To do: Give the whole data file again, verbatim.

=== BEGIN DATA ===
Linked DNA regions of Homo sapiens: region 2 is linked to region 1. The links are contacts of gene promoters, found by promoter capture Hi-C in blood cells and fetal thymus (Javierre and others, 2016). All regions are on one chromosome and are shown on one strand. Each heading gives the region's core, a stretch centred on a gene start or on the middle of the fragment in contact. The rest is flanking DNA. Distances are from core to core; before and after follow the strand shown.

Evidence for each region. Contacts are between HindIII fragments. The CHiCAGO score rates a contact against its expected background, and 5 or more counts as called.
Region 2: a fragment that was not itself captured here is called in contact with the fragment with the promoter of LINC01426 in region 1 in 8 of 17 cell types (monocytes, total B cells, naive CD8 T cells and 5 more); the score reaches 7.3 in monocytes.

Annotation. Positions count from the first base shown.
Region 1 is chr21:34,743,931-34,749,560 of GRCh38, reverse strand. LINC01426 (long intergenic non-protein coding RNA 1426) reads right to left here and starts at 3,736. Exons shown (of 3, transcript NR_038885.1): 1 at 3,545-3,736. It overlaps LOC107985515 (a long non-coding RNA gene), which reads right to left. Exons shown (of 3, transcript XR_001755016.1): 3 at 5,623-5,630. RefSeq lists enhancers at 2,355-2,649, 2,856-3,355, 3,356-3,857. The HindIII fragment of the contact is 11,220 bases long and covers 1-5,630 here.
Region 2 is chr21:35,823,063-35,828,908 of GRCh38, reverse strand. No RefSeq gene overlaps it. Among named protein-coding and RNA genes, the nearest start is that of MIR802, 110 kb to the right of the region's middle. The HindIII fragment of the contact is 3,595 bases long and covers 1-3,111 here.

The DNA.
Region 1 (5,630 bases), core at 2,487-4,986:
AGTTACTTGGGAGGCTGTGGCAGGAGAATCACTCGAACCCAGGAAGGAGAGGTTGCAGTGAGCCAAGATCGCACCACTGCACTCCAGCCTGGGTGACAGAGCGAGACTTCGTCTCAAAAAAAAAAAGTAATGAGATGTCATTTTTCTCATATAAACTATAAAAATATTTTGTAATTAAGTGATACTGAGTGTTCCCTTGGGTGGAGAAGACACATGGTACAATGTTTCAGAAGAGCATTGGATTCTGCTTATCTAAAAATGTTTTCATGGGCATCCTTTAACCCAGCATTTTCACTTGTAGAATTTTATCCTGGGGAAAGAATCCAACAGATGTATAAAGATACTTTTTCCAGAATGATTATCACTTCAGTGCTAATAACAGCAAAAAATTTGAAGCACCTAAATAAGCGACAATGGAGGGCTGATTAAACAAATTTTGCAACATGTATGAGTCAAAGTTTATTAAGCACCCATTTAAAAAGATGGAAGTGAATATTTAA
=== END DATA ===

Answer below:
Linked DNA regions of Homo sapiens: region 2 is linked to region 1. The links are contacts of gene promoters, found by promoter capture Hi-C in blood cells and fetal thymus (Javierre and others, 2016). All regions are on one chromosome and are shown on one strand. Each heading gives the region's core, a stretch centred on a gene start or on the middle of the fragment in contact. The rest is flanking DNA. Distances are from core to core; before and after follow the strand shown.

Evidence for each region. Contacts are between HindIII fragments. The CHiCAGO score rates a contact against its expected background, and 5 or more counts as called.
Region 2: a fragment that was not itself captured here is called in contact with the fragment with the promoter of LINC01426 in region 1 in 8 of 17 cell types (monocytes, total B cells, naive CD8 T cells and 5 more); the score reaches 7.3 in monocytes.

Annotation. Positions count from the first base shown.
Region 1 is chr21:34,743,931-34,749,560 of GRCh38, reverse strand. LINC01426 (long intergenic non-protein coding RNA 1426) reads right to left here and starts at 3,736. Exons shown (of 3, transcript NR_038885.1): 1 at 3,545-3,736. It overlaps LOC107985515 (a long non-coding RNA gene), which reads right to left. Exons shown (of 3, transcript XR_001755016.1): 3 at 5,623-5,630. RefSeq lists enhancers at 2,355-2,649, 2,856-3,355, 3,356-3,857. The HindIII fragment of the contact is 11,220 bases long and covers 1-5,630 here.
Region 2 is chr21:35,823,063-35,828,908 of GRCh38, reverse strand. No RefSeq gene overlaps it. Among named protein-coding and RNA genes, the nearest start is that of MIR802, 110 kb to the right of the region's middle. The HindIII fragment of the contact is 3,595 bases long and covers 1-3,111 here.

The DNA.
Region 1 (5,630 bases), core at 2,487-4,986:
AGTTACTTGGGAGGCTGTGGCAGGAGAATCACTCGAACCCAGGAAGGAGAGGTTGCAGTGAGCCAAGATCGCACCACTGCACTCCAGCCTGGGTGACAGAGCGAGACTTCGTCTCAAAAAAAAAAAGTAATGAGATGTCATTTTTCTCATATAAACTATAAAAATATTTTGTAATTAAGTGATACTGAGTGTTCCCTTGGGTGGAGAAGACACATGGTACAATGTTTCAGAAGAGCATTGGATTCTGCTTATCTAAAAATGTTTTCATGGGCATCCTTTAACCCAGCATTTTCACTTGTAGAATTTTATCCTGGGGAAAGAATCCAACAGATGTATAAAGATACTTTTTCCAGAATGATTATCACTTCAGTGCTAATAACAGCAAAAAATTTGAAGCACCTAAATAAGCGACAATGGAGGGCTGATTAAACAAATTTTGCAACATGTATGAGTCAAAGTTTATTAAGCACCCATTTAAAAAGATGGAAGTGAATATTTAA